Difference between revisions of "Togaviridae"

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[[Image:7057_lores.jpg|thumb|200px|right|Eastern equine encephalitis virus (family: Togaviridae) in the salivary gland of a mosquito.  The virus has been colored red.  From the CDC/ Fred Murphy; Sylvia Whitfield.]]
==Baltimore Classification==
==Baltimore Classification==

Revision as of 18:20, 21 June 2006

Eastern equine encephalitis virus (family: Togaviridae) in the salivary gland of a mosquito. The virus has been colored red. From the CDC/ Fred Murphy; Sylvia Whitfield.

Baltimore Classification

Higher order taxa

Viruses; ssRNA positive-strand viruses, no DNA stage; Togaviridae


Alphavirus, Rubivirus

Description and Significance

Togaviruses are divided into two genera: Rubivirus and Alphavirus. The genus Rubivirus contains only one species, Rubella virus, which is one of the five most common childhood illnesses (along with measles, chicken pox, roseola, and fifth disease). The genus Alphavirus contains 26 members, which themselves consist of numerous strains. The members of the Alphavirus genus are arboviruses, or arthropod-born viruses, meaning arthropods are the transmission vector. (sources: CDC, Strauss and Strauss)

Genome Structure

The togavirus genome is non-segmented and contains a molecule of linear, positive-sense, single-stranded RNA. The complete genome is 9700-11800 nucleotides long. The 5'-terminus has a methylated nucleotide cap. (source: ICTVdB)

Virion Structure of a Togavirus

Togavirus virions consist of an envelope and a nucleocapsid. The virions are spheical to pleomorphic in shape, and about 70nm in diameter. Glycoprotein spikes evenly cover the surface of the virion. The genome is contained in the T=4 icosahedral capsid, which measures 40 nm in diameter. (sources: Garoff, ICTVdB)

Reproduction Cycle of a Togavirus in a Host Cell

Togaviruses attach to the surface of a cell using the glycoprotein spikes that cover the virion surface, and are absorbed into the cell. According to Novoa et al., the togavirus creates "factories" for virus reproduction around the host cell's endosomes and lysosomes, a site for viral replication unique to togaviruses. The replication complexes of the togaviruses are not derived from the endosomes or lysosomes, however; instead, it appears that the complexes are derived from the endoplasmic reticulum.

RNA transcription is similart to that of other positive-sense RNA viruses. The positive-sense RNA functions as the mRNA and is used to create a negative-sense RNA template. The negative-sense RNA template is used to create new positive-sense RNA genomes, which are packaged into nucleocapsids. Rubellavirus virions are assembled and mature in the Golgi complex, while alphavirus virions are present in the cytoplasm before budding and mature almost simultaneously with budding. The virions bud from the host cell, gaining their envelopes as they exit.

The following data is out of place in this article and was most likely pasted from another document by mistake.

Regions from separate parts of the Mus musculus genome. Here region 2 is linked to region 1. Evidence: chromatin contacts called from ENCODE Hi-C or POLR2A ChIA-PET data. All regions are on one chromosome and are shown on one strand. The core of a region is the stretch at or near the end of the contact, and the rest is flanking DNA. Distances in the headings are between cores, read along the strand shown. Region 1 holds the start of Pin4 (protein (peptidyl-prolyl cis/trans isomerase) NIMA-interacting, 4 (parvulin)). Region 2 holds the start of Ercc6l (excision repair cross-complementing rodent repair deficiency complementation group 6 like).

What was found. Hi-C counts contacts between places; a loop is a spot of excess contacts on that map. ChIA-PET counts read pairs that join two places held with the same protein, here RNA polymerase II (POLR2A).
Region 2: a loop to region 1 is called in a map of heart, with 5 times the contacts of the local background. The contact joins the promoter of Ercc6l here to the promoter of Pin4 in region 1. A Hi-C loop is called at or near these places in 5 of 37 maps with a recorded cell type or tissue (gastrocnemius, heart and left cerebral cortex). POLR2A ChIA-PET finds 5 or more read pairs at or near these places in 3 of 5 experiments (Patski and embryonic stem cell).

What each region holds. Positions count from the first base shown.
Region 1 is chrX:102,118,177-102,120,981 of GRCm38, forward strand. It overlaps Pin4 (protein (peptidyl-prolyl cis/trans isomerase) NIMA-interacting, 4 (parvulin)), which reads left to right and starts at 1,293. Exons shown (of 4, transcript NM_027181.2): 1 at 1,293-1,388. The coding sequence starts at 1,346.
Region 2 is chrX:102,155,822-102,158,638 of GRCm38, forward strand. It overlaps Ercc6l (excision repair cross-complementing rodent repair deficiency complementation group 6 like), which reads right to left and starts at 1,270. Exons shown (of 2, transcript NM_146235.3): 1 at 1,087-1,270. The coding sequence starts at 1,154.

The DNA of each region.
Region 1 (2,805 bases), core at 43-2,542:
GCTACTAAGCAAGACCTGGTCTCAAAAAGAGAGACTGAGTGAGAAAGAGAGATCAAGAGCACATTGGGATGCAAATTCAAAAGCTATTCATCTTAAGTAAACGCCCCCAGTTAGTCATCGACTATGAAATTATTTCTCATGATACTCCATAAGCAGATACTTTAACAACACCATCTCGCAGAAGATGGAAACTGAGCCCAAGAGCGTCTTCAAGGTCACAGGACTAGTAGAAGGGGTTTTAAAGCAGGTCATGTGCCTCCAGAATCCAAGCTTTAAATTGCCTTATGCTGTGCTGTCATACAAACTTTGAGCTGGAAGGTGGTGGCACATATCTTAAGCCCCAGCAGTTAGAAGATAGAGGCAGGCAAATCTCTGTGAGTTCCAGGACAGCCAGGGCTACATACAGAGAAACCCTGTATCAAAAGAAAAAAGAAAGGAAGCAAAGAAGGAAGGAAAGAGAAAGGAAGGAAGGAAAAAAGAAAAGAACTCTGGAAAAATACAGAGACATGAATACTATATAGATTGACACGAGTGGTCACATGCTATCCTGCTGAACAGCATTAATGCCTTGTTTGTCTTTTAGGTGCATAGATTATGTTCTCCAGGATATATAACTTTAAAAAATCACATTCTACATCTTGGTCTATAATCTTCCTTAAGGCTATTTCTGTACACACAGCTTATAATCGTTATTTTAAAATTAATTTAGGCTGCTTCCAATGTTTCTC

Viral Ecology & Pathology

The ecology and pathology of togaviruses varies greatly between the two genera. Rubella, the only species in Rubivirus, is very similar to measles. Humans are the only reservoir for the virus, and transmission is airborne. Infections produce a maculopapular rash similar to the measles rash, but the rubella rash is fainter and does not coalesce. Infections in pregnant women can infect the fetus as well, resulting in Congenital Rubella Syndrome (CRS). CRS can cause birth defects, mental abnormalities, deafness, cataracts and other eye defects, and even death in infants. Prevention of CRS is one of the main objectives or rubella vaccination programs in the United States.

In contrast, alphaviruses are arboviruses, meaning the transmission vector is arthropods. Other arboviruses are in the families Flaviviridae and Bunyaviridae. Alphaviruses cause encephalitis. Like other arboviruses which cause encephalitis, the reservoir for alphaviruses is a nonhuman vertebrate host. For example, the primary reservoir for the alphavirus Eastern Equine Encephalitis (EEE) is birds (despite the name of the virus, horses are not a reservoir and, according to the CDC, are considered "dead end hosts" for the virus. Horses can, however, become ill due to EEE). (source: CDC)


Centers for Disease Control and Prevention: Division of Vector-Born Infectious Diseases. "Eastern Equine Encephalitis Fact Sheet."

Centers for Disease Control and Prevention: Division of Vector-Born Infectious Diseases. "Information on Arboviral Encephalitides."

Centers for Disease Control and Prevention. Epidemiology and Prevention of Vaccine-Preventable Diseases. Atkinson W, Hamborsky J, McIntyre L, Wolfe S, eds. 9th ed. Washington DC: Public Health Foundation, 2006.

Garoff, Henrik, Mathilda Sjöberg and R. Holland Cheng. "Budding of Alphaviruses." Virus Research 106.2 (2004): 103-116.

ICTVdB - The Universal Virus Database, version 4. http://www.ncbi.nlm.nih.gov/ICTVdb/ICTVdB/

Novoa et al. "Virus factories: associations of cell organelles for viral replication and morphogenesis." Biology of the Cell 97.2 (2005): 147-172.

Strauss, James H. and Ellen G. Strauss. "The Alphaviruses: Gene Expression, Replication, and Evolution." Microbiological Reviews 58.3 (1994): 491-562.